The average employed adult spends at least eight hours at work five days a week. As a result, for many, work represents more than just a place where we go to earn money. The workplace is in fact an important source of social support and it’s not uncommon to form close and sometimes even life-long friendships there.
It makes sense, therefore, that creating a workplace where there is an emotional connection between employees and their leaders is important for productivity. After all, if workers feel safe and comfortable in their surroundings, they are more likely to come up with new ideas, take risks and admit to problems and mistakes.
Back in 2013, major research came to light in the BPS Occupational Research Digest about the leader-follower relationship. It raised questions about the emotional expectations of today’s workers. Whereas managers were likely to see offering emotional support as something over and above their normal duties; employees thought that this was what they were paid to do. Moreover when managers do provide this emotional support they expect their employees to reciprocate in kind.
Why is emotional support in the workplace so important?
Although it can be difficult to get right in the beginning, providing this kind of support is crucial if you want an engaged workforce. In fact, English aristocratic psychologist, John Bowlby even theorised that our emotional bonds are as crucial to our existence as food and water. Attachment or emotional bonding is based on feeling safe and secure in our relationships and in our environment and this is exactly what employees need in order to excel in their roles.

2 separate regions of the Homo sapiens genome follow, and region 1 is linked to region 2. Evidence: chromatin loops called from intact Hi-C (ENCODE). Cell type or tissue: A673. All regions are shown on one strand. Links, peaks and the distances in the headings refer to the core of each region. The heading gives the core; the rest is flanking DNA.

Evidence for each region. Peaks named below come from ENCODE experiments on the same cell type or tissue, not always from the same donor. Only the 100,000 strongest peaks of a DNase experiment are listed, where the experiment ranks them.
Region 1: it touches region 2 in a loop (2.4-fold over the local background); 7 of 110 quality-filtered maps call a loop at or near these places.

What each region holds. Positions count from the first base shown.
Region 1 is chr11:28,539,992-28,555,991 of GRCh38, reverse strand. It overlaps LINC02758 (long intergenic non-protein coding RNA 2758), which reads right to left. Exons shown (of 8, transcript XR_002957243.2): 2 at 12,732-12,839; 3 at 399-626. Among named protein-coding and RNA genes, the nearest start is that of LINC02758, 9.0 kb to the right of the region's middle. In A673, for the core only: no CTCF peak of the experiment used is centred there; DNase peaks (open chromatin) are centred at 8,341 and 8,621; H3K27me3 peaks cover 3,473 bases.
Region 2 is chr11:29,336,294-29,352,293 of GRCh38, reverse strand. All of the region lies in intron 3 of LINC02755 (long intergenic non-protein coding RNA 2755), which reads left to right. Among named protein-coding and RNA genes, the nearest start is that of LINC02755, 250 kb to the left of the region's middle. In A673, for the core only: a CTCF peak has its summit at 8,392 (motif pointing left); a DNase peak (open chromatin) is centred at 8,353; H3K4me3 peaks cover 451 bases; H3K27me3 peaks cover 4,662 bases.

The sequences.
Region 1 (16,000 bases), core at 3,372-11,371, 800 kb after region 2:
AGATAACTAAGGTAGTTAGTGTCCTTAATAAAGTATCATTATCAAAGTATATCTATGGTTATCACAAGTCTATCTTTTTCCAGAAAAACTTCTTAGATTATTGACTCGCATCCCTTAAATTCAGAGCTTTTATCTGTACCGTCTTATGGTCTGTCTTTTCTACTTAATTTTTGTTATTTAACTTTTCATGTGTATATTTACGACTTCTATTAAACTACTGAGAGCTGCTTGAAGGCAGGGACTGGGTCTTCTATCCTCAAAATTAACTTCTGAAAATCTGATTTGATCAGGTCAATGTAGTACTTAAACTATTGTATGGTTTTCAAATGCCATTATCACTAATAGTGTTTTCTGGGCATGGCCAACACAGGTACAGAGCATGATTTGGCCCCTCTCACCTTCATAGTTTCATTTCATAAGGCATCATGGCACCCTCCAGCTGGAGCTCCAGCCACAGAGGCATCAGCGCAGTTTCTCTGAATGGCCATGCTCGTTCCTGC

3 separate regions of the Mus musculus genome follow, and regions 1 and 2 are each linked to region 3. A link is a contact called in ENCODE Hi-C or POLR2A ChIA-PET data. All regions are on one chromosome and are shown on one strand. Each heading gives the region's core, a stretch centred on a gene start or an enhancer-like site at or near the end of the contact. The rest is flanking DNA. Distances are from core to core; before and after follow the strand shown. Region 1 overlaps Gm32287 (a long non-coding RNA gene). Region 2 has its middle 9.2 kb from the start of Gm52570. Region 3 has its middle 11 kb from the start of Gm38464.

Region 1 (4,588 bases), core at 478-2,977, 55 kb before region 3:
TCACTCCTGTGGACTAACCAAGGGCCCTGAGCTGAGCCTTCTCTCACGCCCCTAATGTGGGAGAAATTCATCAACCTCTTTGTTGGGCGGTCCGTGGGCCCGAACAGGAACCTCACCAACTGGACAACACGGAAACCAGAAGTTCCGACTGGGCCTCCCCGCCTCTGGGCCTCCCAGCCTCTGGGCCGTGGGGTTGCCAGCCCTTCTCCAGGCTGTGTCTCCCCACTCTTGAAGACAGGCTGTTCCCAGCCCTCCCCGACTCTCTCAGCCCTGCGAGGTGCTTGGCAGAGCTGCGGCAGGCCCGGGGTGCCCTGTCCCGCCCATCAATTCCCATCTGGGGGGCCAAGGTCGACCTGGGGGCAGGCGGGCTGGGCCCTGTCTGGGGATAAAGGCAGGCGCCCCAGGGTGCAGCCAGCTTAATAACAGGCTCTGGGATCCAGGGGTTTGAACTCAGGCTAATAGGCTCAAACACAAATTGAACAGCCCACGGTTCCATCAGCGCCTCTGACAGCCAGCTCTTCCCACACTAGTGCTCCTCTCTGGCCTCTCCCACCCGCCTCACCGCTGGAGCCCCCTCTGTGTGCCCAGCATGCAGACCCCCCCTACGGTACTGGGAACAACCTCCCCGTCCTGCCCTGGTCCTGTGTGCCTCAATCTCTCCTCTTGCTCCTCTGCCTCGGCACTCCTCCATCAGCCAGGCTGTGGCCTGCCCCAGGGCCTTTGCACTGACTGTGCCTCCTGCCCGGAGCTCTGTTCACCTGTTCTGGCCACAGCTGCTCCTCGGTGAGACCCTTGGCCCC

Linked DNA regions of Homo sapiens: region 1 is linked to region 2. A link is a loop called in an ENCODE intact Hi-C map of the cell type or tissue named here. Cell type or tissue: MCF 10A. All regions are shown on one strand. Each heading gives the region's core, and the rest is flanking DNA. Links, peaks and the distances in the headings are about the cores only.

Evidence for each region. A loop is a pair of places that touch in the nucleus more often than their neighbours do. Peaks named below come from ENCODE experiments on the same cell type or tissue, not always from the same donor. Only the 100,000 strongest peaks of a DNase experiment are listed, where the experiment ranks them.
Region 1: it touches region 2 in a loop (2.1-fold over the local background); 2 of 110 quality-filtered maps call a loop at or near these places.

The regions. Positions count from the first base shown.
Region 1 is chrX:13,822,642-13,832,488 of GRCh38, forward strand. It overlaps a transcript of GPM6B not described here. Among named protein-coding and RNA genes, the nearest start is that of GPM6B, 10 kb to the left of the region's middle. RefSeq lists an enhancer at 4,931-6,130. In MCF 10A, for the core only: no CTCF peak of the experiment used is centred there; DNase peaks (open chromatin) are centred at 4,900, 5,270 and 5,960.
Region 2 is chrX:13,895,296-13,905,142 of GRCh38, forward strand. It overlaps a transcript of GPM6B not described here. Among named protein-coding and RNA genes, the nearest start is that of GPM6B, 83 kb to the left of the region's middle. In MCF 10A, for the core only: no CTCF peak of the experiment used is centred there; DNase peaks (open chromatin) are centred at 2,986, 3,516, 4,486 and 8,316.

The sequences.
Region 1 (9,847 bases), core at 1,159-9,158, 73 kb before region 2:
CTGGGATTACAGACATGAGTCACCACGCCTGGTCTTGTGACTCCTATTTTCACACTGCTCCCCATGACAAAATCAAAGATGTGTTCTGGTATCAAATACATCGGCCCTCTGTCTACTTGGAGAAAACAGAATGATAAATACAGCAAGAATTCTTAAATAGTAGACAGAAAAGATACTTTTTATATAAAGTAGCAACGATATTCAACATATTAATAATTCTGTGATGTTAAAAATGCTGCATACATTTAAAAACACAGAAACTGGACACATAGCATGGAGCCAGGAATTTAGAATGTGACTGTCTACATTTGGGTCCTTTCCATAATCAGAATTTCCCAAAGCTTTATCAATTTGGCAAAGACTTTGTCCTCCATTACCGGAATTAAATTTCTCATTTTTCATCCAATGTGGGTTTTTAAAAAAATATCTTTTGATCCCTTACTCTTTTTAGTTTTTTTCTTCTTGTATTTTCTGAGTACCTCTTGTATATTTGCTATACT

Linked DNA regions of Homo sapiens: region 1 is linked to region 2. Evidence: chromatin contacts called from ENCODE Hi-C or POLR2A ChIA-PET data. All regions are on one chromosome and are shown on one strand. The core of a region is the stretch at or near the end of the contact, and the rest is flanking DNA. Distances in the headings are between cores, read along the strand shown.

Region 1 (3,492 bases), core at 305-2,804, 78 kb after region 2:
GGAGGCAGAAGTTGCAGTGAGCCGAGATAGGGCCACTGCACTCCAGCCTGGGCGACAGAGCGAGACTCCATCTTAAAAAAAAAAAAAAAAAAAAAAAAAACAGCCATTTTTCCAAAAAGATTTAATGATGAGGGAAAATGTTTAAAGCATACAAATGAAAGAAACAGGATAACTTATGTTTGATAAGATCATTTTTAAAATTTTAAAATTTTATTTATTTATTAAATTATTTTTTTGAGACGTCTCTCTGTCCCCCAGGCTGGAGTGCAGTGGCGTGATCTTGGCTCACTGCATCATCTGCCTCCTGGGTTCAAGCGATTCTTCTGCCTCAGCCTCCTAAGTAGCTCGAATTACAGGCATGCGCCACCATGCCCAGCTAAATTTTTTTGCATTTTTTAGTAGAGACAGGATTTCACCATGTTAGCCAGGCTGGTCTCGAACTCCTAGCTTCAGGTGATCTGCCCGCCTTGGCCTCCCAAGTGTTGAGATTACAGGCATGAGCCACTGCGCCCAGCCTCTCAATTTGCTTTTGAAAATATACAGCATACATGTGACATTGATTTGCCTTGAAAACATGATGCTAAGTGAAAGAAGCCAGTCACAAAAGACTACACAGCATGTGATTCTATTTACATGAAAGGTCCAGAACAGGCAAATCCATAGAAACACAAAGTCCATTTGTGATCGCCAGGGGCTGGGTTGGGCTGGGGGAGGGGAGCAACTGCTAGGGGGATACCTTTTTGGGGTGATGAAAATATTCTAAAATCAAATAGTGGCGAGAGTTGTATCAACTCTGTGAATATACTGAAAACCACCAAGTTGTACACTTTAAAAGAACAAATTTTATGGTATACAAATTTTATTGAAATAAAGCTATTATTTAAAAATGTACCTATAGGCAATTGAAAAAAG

A study carried out by Harvard Business School even found that employees want to feel that their input is valuable to the company more than they want a raise or promotion. When asked, staff responded that most of all, they want their presence to be noticed and appreciated.
How do you offer emotional support?
Whether you have an employee going through a particularly difficult time at the moment or you want to incorporate certain behaviours into your everyday management style, here are some simple yet effective ways to offer emotional support to your staff:
- Move to a private space where you can talk to your employee uninterrupted
- Offer to call a colleague, friend or family member to offer extra support
- Be patient – sometimes just sitting quietly with someone is all the support they need
- Listen to what they have to say
- Don’t ask intrusive questions
- Don’t tell them what to do
- Don’t push for an answer
- Don’t make assumptions based on gossip
- Reassure your employee that you will do everything you can to help and support them
If you would like help, advice or more information about offering emotional support in the workplace, please feel free to contact Chiswick Consulting and we will be more than happy to help.